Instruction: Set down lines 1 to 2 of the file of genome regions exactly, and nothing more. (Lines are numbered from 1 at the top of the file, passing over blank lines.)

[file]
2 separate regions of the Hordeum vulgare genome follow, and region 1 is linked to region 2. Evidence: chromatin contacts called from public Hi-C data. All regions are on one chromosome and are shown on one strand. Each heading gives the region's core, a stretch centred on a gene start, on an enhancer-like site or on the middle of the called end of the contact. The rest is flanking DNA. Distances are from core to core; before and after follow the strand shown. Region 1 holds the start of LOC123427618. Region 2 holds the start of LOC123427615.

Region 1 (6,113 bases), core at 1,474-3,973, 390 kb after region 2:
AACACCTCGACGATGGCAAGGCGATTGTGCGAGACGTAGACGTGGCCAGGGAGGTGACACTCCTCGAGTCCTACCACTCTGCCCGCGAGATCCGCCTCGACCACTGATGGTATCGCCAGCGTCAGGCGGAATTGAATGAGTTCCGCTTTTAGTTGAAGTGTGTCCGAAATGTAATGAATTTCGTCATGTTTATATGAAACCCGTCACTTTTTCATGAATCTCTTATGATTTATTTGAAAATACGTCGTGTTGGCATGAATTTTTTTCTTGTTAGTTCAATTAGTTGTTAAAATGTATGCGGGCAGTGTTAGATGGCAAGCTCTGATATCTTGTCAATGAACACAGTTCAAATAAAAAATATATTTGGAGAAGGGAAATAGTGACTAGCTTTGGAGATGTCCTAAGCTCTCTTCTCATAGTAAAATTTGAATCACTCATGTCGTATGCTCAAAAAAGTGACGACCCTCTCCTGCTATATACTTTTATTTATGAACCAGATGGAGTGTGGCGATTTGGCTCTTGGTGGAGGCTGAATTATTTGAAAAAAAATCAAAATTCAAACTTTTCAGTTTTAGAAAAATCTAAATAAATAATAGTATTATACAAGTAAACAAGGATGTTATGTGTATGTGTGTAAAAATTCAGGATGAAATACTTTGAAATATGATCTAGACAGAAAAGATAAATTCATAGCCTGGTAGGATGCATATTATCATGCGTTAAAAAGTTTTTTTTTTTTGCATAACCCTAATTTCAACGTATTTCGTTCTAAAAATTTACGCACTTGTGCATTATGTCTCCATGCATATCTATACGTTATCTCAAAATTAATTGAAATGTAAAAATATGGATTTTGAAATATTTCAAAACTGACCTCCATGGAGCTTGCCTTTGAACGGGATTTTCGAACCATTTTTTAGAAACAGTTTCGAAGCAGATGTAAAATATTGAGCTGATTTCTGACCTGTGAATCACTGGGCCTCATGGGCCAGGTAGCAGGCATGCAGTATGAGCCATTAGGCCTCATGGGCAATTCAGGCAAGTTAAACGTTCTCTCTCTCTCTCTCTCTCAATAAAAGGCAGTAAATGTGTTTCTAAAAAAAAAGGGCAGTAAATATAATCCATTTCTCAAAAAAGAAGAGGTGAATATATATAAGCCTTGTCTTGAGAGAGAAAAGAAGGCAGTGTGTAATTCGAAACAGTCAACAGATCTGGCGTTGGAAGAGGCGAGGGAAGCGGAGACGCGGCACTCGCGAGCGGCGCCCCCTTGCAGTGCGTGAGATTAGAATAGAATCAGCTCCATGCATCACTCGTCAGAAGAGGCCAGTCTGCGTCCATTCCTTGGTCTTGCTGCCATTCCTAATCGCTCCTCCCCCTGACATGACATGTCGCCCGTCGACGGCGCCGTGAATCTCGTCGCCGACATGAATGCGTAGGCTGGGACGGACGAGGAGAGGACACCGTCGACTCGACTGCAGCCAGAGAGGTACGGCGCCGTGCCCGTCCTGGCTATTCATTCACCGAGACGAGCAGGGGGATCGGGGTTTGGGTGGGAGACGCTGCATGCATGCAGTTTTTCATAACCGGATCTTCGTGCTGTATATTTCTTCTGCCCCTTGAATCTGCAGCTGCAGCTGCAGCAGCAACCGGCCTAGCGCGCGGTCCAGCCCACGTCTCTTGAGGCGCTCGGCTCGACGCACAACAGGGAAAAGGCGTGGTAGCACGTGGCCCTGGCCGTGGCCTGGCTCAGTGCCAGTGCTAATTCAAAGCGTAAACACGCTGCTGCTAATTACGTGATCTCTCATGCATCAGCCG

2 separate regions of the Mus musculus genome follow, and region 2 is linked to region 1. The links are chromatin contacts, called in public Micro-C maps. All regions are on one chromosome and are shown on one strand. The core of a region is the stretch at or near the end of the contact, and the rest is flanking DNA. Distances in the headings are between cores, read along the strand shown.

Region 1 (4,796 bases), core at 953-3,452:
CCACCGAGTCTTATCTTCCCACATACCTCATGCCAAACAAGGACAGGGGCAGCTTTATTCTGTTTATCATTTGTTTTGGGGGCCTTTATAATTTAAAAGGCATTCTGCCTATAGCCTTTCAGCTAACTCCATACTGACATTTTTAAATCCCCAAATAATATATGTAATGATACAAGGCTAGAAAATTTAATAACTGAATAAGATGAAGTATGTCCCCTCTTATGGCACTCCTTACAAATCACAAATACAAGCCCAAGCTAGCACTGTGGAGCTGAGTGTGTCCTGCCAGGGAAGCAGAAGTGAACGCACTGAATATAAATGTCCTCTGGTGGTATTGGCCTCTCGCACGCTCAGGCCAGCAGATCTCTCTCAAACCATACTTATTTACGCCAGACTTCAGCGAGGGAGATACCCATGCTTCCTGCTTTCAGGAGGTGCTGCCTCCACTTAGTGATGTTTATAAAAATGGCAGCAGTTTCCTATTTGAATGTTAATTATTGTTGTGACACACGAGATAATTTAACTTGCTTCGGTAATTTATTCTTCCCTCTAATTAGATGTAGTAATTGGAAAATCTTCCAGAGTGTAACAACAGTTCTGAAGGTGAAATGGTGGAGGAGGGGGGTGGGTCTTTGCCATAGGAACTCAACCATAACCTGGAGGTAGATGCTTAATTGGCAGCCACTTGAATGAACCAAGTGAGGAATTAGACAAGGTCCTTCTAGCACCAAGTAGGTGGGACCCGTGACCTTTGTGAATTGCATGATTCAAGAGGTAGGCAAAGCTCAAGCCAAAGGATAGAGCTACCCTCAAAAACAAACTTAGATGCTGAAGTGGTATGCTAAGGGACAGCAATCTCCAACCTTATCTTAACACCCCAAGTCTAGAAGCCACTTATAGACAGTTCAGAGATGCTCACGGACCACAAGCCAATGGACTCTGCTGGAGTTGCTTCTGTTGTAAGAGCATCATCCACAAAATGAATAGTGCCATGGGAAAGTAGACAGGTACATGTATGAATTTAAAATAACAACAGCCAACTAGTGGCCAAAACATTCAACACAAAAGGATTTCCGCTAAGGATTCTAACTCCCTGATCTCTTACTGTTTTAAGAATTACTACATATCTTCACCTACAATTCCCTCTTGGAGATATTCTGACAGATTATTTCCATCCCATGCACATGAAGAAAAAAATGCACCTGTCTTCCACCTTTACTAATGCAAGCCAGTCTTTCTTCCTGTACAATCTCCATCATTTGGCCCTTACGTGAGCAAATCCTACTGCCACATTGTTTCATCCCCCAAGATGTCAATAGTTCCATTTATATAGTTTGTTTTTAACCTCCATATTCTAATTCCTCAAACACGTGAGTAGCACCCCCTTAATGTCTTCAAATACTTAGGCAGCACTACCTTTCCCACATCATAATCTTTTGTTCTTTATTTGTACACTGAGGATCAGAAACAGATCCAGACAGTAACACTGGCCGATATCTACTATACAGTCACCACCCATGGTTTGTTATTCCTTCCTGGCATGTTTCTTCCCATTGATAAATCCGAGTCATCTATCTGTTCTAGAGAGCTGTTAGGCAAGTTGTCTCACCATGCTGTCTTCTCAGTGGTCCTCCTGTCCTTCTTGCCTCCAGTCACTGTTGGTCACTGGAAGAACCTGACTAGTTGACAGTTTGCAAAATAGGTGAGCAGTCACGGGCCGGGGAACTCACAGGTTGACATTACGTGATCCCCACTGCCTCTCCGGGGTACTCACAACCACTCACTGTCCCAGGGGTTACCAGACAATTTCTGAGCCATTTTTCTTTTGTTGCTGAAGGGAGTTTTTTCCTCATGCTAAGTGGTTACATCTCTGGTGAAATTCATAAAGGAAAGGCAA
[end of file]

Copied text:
2 separate regions of the Hordeum vulgare genome follow, and region 1 is linked to region 2. Evidence: chromatin contacts called from public Hi-C data. All regions are on one chromosome and are shown on one strand. Each heading gives the region's core, a stretch centred on a gene start, on an enhancer-like site or on the middle of the called end of the contact. The rest is flanking DNA. Distances are from core to core; before and after follow the strand shown. Region 1 holds the start of LOC123427618. Region 2 holds the start of LOC123427615.

Region 1 (6,113 bases), core at 1,474-3,973, 390 kb after region 2: